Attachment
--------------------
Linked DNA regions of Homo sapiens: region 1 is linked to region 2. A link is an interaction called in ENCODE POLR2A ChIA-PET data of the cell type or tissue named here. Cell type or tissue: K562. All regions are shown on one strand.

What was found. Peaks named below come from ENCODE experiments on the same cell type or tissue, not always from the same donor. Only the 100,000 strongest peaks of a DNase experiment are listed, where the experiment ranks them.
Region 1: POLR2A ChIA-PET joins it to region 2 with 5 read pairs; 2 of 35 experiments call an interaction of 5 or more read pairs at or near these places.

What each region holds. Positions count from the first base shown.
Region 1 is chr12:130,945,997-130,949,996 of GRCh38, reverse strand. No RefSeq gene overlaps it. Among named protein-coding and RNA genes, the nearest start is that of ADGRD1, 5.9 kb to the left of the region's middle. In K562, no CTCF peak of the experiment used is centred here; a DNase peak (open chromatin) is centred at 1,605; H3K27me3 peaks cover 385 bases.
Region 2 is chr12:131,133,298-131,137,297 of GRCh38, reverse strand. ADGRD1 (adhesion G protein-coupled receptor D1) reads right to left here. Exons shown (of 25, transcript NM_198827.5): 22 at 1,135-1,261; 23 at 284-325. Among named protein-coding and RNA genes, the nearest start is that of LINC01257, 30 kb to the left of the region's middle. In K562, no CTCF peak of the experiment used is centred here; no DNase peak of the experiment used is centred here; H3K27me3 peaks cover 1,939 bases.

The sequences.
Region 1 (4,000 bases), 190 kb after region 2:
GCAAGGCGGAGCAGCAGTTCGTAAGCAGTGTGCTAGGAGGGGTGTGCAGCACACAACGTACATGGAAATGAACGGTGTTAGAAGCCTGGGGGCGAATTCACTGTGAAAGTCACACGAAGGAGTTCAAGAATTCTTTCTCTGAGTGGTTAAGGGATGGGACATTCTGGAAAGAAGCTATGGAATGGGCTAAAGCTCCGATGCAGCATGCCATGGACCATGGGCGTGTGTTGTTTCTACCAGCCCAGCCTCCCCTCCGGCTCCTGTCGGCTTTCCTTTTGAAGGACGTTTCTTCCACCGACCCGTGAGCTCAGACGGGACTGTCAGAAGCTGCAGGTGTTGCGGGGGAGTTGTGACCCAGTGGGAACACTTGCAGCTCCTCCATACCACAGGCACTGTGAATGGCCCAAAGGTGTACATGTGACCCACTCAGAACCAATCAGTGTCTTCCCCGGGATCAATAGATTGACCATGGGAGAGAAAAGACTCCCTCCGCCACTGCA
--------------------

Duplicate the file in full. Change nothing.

Linked DNA regions of Homo sapiens: region 1 is linked to region 2. A link is an interaction called in ENCODE POLR2A ChIA-PET data of the cell type or tissue named here. Cell type or tissue: K562. All regions are shown on one strand.

What was found. Peaks named below come from ENCODE experiments on the same cell type or tissue, not always from the same donor. Only the 100,000 strongest peaks of a DNase experiment are listed, where the experiment ranks them.
Region 1: POLR2A ChIA-PET joins it to region 2 with 5 read pairs; 2 of 35 experiments call an interaction of 5 or more read pairs at or near these places.

What each region holds. Positions count from the first base shown.
Region 1 is chr12:130,945,997-130,949,996 of GRCh38, reverse strand. No RefSeq gene overlaps it. Among named protein-coding and RNA genes, the nearest start is that of ADGRD1, 5.9 kb to the left of the region's middle. In K562, no CTCF peak of the experiment used is centred here; a DNase peak (open chromatin) is centred at 1,605; H3K27me3 peaks cover 385 bases.
Region 2 is chr12:131,133,298-131,137,297 of GRCh38, reverse strand. ADGRD1 (adhesion G protein-coupled receptor D1) reads right to left here. Exons shown (of 25, transcript NM_198827.5): 22 at 1,135-1,261; 23 at 284-325. Among named protein-coding and RNA genes, the nearest start is that of LINC01257, 30 kb to the left of the region's middle. In K562, no CTCF peak of the experiment used is centred here; no DNase peak of the experiment used is centred here; H3K27me3 peaks cover 1,939 bases.

The sequences.
Region 1 (4,000 bases), 190 kb after region 2:
GCAAGGCGGAGCAGCAGTTCGTAAGCAGTGTGCTAGGAGGGGTGTGCAGCACACAACGTACATGGAAATGAACGGTGTTAGAAGCCTGGGGGCGAATTCACTGTGAAAGTCACACGAAGGAGTTCAAGAATTCTTTCTCTGAGTGGTTAAGGGATGGGACATTCTGGAAAGAAGCTATGGAATGGGCTAAAGCTCCGATGCAGCATGCCATGGACCATGGGCGTGTGTTGTTTCTACCAGCCCAGCCTCCCCTCCGGCTCCTGTCGGCTTTCCTTTTGAAGGACGTTTCTTCCACCGACCCGTGAGCTCAGACGGGACTGTCAGAAGCTGCAGGTGTTGCGGGGGAGTTGTGACCCAGTGGGAACACTTGCAGCTCCTCCATACCACAGGCACTGTGAATGGCCCAAAGGTGTACATGTGACCCACTCAGAACCAATCAGTGTCTTCCCCGGGATCAATAGATTGACCATGGGAGAGAAAAGACTCCCTCCGCCACTGCA